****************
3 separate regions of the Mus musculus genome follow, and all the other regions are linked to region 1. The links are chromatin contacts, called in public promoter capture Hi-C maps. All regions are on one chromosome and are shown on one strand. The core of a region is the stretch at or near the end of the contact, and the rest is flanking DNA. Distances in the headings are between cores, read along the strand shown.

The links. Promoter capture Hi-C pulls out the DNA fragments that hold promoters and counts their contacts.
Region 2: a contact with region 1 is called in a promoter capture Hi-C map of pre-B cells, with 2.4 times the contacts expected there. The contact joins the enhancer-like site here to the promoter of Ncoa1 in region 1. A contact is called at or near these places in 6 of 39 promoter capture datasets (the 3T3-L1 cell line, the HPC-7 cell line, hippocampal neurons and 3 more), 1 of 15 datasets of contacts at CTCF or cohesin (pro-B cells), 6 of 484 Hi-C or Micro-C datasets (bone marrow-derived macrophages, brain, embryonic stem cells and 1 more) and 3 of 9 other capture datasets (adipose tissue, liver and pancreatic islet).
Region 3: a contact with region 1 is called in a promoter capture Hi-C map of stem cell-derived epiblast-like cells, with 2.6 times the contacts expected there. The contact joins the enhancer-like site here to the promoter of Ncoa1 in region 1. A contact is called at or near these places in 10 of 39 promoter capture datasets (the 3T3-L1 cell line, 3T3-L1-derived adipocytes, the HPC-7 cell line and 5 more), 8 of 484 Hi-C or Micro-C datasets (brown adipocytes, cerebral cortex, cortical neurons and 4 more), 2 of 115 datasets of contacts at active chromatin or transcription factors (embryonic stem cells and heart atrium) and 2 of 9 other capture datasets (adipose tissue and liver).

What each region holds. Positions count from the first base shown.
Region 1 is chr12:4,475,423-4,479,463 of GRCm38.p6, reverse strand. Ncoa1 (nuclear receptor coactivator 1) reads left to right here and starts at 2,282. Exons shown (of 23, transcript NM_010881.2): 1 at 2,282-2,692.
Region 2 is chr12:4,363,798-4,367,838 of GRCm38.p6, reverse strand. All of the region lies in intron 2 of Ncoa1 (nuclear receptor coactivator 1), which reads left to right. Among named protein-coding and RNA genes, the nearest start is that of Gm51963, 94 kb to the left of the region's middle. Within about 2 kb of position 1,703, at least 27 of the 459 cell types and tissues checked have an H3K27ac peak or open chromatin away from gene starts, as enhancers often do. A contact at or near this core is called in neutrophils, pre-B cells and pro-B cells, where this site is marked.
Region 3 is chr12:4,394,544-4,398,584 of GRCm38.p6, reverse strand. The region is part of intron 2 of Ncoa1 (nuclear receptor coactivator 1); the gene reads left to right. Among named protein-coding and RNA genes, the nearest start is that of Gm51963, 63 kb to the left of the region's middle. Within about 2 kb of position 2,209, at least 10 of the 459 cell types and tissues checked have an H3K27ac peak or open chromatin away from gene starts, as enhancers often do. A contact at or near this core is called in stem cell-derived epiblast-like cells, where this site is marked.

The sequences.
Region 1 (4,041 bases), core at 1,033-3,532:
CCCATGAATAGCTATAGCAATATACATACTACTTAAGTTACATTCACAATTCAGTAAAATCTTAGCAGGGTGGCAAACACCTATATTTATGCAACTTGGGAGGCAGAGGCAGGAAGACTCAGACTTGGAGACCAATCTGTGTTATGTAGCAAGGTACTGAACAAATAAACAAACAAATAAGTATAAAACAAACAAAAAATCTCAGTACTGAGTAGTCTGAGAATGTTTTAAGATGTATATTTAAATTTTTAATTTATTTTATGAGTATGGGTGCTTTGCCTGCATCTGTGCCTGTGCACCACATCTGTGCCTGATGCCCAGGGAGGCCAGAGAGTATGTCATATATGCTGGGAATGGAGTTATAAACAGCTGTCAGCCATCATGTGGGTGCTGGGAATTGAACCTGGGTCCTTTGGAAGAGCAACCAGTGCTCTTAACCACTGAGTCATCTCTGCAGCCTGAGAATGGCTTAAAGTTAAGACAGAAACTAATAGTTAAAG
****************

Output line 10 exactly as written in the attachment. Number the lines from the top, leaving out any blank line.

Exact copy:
Region 1 (4,041 bases), core at 1,033-3,532: